The U.S. surgeon general raised a national alarm Thursday about the use of marijuana among pregnant women and youths at a time when 33 states and the District of Columbia have broadly legalized the substance’s use in some form.

Citing greater access and increased potency of what’s available on the market, Jerome M. Adams and Health and Human Services Secretary Alex Azar said the drug “carries more risk than ever” and announced that they would be starting a public awareness campaign on social media about the effect it can have on the developing brain.

The initiative, they said, is funded by President Trump, who donated his full second-quarter presidential salary of $100,000 to the effort. It’s a drop in the bucket compared to his personal fortune but underscores how much of a priority addiction and substance abuse is for the administration, they said.

“We need to be clear: Some states’ laws on marijuana may have changed. But the science has not. And federal law has not,” Azar said.

Azar also put his weight behind efforts to increase marijuana research — which is limited by the fact that there’s only a single institution, a facility at the University of Mississippi, where it can be cultivated for scientific use because of the plant’s status as a Schedule 1 controlled substance under federal law. Azar said that the work should look at both the risks and the potential benefits of marijuana use, and that he had “very constructive” conversations with the Justice Department and the Drug Enforcement Administration about how to do this.

Those talks led the DEA to announce this week that it would begin to process other pending applications.

U.S. health officials said they have been especially alarmed because the potency of tetrahydrocannabinol (THC) in the new professionally grown strains of the marijuana plant is much higher than it was in the past. In 1995, when marijuana was mostly smoked, the amount was about 4 percent, they said. It’s now 12 percent to 25 percent. Marijuana is also now available in even more-concentrated forms — including cookies and oils — where the concentration can be as high as 80 or 90 percent.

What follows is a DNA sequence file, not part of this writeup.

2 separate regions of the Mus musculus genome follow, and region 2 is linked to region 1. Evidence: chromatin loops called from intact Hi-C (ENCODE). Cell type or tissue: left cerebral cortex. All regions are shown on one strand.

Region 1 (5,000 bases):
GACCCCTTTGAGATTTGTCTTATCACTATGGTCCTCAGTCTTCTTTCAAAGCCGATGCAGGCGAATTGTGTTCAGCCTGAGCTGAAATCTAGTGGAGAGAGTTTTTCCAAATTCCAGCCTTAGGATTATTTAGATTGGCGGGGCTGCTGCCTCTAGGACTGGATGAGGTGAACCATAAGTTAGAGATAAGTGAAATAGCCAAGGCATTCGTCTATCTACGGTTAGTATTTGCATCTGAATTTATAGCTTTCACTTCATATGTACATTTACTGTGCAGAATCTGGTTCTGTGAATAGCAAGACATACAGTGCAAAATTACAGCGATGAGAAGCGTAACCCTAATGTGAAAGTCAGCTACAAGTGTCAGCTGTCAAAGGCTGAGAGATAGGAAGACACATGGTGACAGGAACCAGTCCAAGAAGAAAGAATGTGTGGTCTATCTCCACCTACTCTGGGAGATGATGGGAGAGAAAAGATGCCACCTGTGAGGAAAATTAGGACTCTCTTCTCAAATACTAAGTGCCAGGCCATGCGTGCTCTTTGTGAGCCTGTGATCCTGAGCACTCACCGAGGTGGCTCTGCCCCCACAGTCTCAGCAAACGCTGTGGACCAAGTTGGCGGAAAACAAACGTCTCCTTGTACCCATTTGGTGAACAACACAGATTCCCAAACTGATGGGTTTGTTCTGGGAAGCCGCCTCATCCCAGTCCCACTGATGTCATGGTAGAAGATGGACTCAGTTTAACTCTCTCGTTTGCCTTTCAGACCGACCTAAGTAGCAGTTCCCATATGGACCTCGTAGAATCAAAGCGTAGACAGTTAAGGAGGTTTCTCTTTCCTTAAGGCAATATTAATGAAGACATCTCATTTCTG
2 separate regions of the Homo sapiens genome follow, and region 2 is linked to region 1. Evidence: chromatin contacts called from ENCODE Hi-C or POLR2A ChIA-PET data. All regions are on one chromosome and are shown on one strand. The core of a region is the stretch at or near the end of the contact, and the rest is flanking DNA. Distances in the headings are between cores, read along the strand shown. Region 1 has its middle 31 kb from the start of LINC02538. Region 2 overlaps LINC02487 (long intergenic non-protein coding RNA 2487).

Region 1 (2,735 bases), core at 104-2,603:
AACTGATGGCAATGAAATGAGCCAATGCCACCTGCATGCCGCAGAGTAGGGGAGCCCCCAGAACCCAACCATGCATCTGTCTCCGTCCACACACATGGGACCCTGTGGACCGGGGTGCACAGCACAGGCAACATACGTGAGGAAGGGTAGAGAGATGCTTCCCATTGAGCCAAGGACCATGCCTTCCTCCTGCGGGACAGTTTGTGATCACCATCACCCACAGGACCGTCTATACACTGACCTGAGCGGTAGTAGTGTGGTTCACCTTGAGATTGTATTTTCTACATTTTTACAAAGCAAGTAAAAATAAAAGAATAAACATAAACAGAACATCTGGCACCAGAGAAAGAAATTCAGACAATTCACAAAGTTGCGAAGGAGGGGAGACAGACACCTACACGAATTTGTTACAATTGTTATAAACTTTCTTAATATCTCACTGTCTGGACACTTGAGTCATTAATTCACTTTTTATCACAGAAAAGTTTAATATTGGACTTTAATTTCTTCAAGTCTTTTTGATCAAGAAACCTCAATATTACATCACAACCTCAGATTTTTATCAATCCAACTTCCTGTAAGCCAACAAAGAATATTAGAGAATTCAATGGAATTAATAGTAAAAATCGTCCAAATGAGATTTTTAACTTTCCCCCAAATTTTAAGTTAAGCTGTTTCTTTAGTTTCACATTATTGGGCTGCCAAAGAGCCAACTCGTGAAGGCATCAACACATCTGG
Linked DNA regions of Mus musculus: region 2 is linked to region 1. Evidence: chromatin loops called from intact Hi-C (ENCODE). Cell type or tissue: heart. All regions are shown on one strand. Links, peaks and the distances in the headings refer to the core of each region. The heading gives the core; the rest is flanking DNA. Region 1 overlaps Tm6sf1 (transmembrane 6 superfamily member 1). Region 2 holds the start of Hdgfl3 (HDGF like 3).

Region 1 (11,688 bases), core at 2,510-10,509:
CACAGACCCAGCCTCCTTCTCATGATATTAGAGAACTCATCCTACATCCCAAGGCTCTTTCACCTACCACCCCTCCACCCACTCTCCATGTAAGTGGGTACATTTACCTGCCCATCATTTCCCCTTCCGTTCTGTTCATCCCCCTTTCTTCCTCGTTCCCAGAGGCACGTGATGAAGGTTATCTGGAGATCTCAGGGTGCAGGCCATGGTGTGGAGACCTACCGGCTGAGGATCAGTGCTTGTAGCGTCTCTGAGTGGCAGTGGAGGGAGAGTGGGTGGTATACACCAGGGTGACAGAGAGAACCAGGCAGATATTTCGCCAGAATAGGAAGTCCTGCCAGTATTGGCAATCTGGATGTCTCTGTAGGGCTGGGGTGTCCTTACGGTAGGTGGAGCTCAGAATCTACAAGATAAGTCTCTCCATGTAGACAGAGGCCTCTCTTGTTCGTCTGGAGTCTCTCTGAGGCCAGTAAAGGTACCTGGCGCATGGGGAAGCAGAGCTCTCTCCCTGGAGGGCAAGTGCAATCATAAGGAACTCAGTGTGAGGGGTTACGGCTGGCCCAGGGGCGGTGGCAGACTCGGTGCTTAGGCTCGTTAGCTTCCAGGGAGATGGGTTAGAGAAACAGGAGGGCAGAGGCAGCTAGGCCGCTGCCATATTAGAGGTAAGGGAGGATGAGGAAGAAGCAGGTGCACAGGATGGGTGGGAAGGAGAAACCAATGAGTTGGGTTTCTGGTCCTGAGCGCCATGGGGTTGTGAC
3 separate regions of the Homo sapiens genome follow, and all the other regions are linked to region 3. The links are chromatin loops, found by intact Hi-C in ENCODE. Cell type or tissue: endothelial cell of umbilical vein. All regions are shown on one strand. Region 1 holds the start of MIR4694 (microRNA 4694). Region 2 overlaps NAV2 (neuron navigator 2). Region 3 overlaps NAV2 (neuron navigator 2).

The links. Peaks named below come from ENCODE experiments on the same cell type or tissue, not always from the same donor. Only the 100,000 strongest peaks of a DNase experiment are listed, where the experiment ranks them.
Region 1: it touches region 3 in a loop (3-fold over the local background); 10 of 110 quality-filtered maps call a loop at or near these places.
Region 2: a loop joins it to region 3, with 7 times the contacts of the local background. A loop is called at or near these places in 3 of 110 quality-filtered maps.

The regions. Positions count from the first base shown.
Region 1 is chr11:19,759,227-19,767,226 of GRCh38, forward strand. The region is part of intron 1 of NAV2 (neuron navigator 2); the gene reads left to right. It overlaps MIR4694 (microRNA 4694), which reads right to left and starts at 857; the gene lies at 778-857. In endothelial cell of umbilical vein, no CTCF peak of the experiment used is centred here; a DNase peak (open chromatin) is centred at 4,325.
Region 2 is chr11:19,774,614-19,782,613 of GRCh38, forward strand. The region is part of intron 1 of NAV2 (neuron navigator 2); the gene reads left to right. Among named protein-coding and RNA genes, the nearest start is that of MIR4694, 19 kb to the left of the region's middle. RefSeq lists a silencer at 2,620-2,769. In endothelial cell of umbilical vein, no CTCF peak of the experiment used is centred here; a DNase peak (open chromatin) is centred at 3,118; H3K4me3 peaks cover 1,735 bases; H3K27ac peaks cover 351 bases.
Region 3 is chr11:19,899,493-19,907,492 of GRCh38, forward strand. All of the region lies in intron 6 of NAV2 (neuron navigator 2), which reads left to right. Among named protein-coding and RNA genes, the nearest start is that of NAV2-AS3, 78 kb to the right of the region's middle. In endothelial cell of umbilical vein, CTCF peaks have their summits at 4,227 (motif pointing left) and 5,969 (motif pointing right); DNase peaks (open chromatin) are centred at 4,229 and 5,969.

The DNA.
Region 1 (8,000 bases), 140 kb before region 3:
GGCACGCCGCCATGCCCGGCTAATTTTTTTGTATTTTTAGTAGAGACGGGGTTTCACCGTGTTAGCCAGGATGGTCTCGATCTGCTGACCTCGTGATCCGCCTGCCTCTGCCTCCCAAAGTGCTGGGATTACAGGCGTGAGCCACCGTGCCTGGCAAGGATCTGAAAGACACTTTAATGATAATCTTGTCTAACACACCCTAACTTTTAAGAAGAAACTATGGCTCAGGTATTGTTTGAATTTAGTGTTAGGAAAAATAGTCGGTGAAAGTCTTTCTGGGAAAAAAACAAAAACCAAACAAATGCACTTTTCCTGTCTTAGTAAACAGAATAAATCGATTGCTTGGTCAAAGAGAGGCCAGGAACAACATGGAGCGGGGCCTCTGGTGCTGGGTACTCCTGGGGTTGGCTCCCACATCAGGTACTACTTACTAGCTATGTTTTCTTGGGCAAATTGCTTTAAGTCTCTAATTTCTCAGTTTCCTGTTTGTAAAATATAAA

“This isn’t your mother’s marijuana,” Adams stated at the news conference announcing the initiative.

Although the officials said they recognize the potential medicinal uses of marijuana’s components — indeed, low doses of the marijuana extract cannabidiol is now being used to treat seizures in some forms of epilepsy — they emphasized that frequent marijuana use during adolescence can affect attention, memory, decision-making and motivation, and that those youth are more likely to miss classes, do poorly in school and drop out.

In pregnant women, marijuana use can affect the developing fetus’s brain and is linked to lower birth weight. Health officials also emphasized that the American College of Obstetricians and Gynecologists discourage the use of marijuana after pregnancy because THC is transmitted in breast milk.

Adams said he has been traveling around the country, and in states such as Colorado and California, where both medical and recreational marijuana use is legal, clinicians, parents and other community members have approached him about the problem. Marijuana is the most widely used illicit drug among youths ages 12 to 17, according to the 2018 National Survey on Drug Use and Health.

“Over and over again, I hear a great and rising concern about the rapid normalization of marijuana use and the impact that false perception of its safety is having on young people and on pregnant women,” Adams said.

The health advisory is only the second one issued by Adams. The first, which came out in December, involved use of another potentially addictive practice by youth: e-cigarettes. Both efforts are part of the Trump administration’s larger war on addiction.

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